Web Results


The economy of Greece is the 51st largest in the world with a nominal gross domestic product (GDP) of $200.288 billion per annum. It is also the 56th largest in the world by purchasing power parity, at $297.008 billion per annum. As of 2017, Greece is the seventeenth-largest economy in the 28-member European Union.


Breaking news and archival information about its people, politics and economy from The New York Times. World news about Greece. NYTimes.com no longer supports Internet Explorer 9 or earlier.


Find the Greece economic freedom report in the Index of Economic Freedom. The report includes facts about Greece such as the population, GDP, unemployment, trade and more.


Greece Economic News. Greece: Unemployment rate inches up in January. April 11, 2019. According to data released by the Hellenic Statistical Authority (ELSTAT), the number of unemployed workers rose by 3,990 in January compared to December while the seasonally-adjusted unemployment rate ticked up to 18.5% from 18.4% in the previous month.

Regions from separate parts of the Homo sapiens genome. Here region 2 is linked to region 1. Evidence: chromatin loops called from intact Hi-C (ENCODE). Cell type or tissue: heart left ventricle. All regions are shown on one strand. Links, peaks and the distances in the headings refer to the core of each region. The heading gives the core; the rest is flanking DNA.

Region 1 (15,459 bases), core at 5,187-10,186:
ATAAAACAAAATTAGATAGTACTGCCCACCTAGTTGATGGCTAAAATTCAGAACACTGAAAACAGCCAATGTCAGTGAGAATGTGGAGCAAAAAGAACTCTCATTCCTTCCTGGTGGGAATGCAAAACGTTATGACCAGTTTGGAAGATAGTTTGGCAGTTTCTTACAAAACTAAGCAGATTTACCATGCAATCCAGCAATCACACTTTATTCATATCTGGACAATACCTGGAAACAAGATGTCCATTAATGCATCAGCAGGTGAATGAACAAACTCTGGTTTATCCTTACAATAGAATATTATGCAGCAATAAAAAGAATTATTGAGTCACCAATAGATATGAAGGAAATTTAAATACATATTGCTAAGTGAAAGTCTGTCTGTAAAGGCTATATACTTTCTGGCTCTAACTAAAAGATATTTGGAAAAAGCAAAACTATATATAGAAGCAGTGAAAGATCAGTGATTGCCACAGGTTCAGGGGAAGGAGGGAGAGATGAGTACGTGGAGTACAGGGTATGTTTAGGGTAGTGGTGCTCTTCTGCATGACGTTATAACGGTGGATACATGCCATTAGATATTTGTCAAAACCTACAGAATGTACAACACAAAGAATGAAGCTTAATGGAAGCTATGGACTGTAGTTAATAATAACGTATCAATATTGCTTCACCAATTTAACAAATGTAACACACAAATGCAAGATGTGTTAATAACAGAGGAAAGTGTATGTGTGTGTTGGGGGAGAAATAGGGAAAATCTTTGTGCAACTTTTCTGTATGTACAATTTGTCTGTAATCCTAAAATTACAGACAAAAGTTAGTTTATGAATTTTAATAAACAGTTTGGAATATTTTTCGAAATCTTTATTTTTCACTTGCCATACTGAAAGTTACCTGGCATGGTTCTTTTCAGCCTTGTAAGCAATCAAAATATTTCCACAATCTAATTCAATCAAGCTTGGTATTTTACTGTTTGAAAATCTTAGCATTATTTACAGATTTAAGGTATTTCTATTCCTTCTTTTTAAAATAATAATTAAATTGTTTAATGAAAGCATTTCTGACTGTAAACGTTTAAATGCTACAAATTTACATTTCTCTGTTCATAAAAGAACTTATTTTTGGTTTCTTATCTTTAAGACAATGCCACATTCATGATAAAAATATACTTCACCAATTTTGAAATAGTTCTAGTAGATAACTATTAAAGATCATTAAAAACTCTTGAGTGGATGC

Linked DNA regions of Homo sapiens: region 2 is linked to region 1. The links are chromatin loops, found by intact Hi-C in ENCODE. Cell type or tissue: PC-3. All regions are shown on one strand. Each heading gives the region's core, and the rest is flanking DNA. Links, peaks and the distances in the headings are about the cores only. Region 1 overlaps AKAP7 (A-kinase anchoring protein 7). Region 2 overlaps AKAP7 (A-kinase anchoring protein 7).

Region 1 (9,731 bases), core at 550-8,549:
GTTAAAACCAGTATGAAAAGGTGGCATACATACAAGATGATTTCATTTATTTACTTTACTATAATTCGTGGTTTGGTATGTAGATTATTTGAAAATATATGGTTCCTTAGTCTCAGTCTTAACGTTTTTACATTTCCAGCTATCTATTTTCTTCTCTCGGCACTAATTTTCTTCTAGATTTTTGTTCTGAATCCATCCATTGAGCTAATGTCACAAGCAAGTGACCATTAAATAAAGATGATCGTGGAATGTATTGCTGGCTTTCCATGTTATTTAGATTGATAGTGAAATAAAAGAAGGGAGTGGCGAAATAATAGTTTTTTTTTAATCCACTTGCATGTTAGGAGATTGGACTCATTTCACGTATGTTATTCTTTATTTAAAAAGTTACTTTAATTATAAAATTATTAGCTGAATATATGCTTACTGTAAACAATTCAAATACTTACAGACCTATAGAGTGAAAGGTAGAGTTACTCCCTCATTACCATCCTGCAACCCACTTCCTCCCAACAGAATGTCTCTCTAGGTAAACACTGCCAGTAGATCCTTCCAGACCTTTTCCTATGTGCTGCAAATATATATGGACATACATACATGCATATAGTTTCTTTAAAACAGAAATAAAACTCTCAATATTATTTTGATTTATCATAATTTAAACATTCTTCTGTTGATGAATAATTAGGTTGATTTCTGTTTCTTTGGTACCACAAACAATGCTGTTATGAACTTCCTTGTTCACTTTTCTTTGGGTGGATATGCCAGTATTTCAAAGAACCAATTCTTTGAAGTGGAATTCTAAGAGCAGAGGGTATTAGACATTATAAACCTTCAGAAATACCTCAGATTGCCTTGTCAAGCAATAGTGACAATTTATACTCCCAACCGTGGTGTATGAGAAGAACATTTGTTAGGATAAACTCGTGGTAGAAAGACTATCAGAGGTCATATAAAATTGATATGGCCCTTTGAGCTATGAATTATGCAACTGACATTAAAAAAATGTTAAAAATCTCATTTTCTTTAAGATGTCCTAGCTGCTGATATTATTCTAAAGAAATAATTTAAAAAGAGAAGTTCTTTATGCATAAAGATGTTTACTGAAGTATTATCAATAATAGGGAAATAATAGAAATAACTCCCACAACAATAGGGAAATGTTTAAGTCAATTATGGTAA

The Economy of Greece is the 15th largest economy in the 27-member European Union and the 34th largest country in the world by nominal gross domestic product (2012). A developed country, Greece economy is based on service sector (85%) and industry (12%), while the agricultural sector consists only 3% of the national economic output.


economy of greece today. Featured Story How Greece's Debt Issues Are Becoming a Global "Black Hole" By Jon D. Markman, Contributing Writer, Money Morning-September 20, 2011.


Following nearly 10 years of economic recession, the future of the Greek economy has finally started to brighten up. The Greek people, however, have stopped dreaming about their own future. Greece ...


A deal to settle a 27-year-old dispute between Greece and Macedonia that comes to the Greek parliament for ratification this week provides a rare achievement to celebrate in the Western Balkans. Macedonia has been stuck in an economic and geopolitical no man’s land since it was carved out of a collapsing Yugoslavia in 1991.


Greece’s economic crisis is over only if you don't live there. Everyone else, in other words, might have moved on because Greece isn’t threatening to knock over the other dominoes that are ...


Greece, just a tiny part of the eurozone economy, could regain financial autonomy by leaving, these people contend — and the eurozone would actually be better off without a country that seems to ...